Amidst the complex environment of inter-
national development aid, it is sometimes
the small-scale Diaspora-led projects that
have the greatest, most visible and most
direct impact on the lives of the poor, says
Mbanzendore.

This is why existing funding systems


"urgently need to be reviewed and why
such projects should be accommodated if
the financial organizations really want to
improve the lives of Africans", she adds.
For more information, see: www.burundesevrou-
wenvoorvrede.nl (in Dutch)

Keywords
Stphanie Mbanzendore; African women;
Diaspora; Burundi; Burundian Women for
Peace and Development.












['w'


Mask of belly. Wood, pearls, pigments, height :58cm, Muse
Dapper, Paris, Inv. No 0717. Muse Dapper/photo Hughes Dubois


shows how this difference affects
the artistic creation of societies. The
Muse Dapper* recently hosted two
exhibitions on this very theme: Women in the
Art of Africa (October 2008-July 2009) and
The Art of Being a Man Africa, Oceania
(15 October 2009-11 July 2010). Art collec-
tor, Fabrizio Corsi, also put together educa-
tional exhibitions on the topic.

As well as being key figures in African socie-
ties, women play an important role in cul-
tural legends. The male conveys this in his
representations of the female in art; the male
has control over religion, and has the power
to create related images (statues and masks).
Sexual attributes are enhanced, indicating
the natural inclination of the ancestors of a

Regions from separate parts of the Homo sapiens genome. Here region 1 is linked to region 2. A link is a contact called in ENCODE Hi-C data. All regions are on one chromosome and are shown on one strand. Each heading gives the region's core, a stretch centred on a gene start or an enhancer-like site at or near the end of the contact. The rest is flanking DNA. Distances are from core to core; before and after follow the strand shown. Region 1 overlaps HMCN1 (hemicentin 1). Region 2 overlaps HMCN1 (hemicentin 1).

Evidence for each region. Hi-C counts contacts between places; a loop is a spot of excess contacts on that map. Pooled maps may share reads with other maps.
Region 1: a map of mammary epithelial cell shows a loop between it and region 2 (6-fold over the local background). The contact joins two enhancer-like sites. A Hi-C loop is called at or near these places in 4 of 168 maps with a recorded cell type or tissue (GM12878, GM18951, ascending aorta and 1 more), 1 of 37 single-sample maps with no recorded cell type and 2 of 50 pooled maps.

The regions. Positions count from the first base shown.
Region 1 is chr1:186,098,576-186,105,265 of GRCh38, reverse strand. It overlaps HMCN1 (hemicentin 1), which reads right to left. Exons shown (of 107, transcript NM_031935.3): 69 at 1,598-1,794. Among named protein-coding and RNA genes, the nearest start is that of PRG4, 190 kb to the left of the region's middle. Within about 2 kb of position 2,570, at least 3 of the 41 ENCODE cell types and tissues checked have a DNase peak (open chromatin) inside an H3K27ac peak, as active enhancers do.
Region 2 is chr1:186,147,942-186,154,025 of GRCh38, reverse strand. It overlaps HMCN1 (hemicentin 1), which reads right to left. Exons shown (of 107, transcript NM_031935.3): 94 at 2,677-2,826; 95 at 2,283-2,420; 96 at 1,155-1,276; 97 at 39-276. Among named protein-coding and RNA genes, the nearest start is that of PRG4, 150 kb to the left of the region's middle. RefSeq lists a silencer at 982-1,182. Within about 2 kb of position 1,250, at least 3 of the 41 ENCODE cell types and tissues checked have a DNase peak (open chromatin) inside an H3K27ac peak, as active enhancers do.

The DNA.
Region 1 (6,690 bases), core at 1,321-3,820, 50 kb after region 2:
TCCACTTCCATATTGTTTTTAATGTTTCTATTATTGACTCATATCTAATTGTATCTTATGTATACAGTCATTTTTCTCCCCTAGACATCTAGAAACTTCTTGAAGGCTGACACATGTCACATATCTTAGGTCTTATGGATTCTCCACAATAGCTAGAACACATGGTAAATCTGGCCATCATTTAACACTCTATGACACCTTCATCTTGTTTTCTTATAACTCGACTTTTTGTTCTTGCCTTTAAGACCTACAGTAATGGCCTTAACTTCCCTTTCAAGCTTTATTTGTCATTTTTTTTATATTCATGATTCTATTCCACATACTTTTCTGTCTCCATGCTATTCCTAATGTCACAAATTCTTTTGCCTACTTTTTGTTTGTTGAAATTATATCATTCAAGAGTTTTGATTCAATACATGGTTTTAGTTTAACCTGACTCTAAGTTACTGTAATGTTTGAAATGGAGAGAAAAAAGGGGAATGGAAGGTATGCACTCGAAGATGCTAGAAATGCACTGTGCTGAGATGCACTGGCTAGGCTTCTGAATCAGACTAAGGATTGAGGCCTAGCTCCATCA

community to procreate. One such exam-
ple is found in extraordinary wooden body
masks. The stomach of a pregnant woman
is celebrated by a number of ethnic groups,
such as Baul, Yoruba and Makonde. When
a human being does not reproduce, the entire
life cycle of his existence becomes futile, and
for this reason infertility is considered the
worst possible disgrace.

A common theme in the great diversity of
artistic forms and traditions in the African
continent is the celebration of the vari-
ous cycles and stages in life. The woman's
role as wife and mother is the most exalted
aspect, as well as elements of beauty and
sensuality such as ritual sacrifice, sophisti-
cated hairstyles, folds of fat in the neck and
small mouths etc. The relationship between
couples is also revered, with the woman


vvUUU, IU I, plylII[[ [[CI91Il. UU b.. iI1ube J appe ,
Paris, Inv. no 2617. c Muse Dapper/photo Hughes Dubois

often shown as the opposite of the male.

However, due account must be taken of art
created by women, even though this is con-
fined to the so-called 'applied arts', which
is unfortunately defined as a less important
art form by eighteenth century art criti-
cism. The woman creates art mainly in the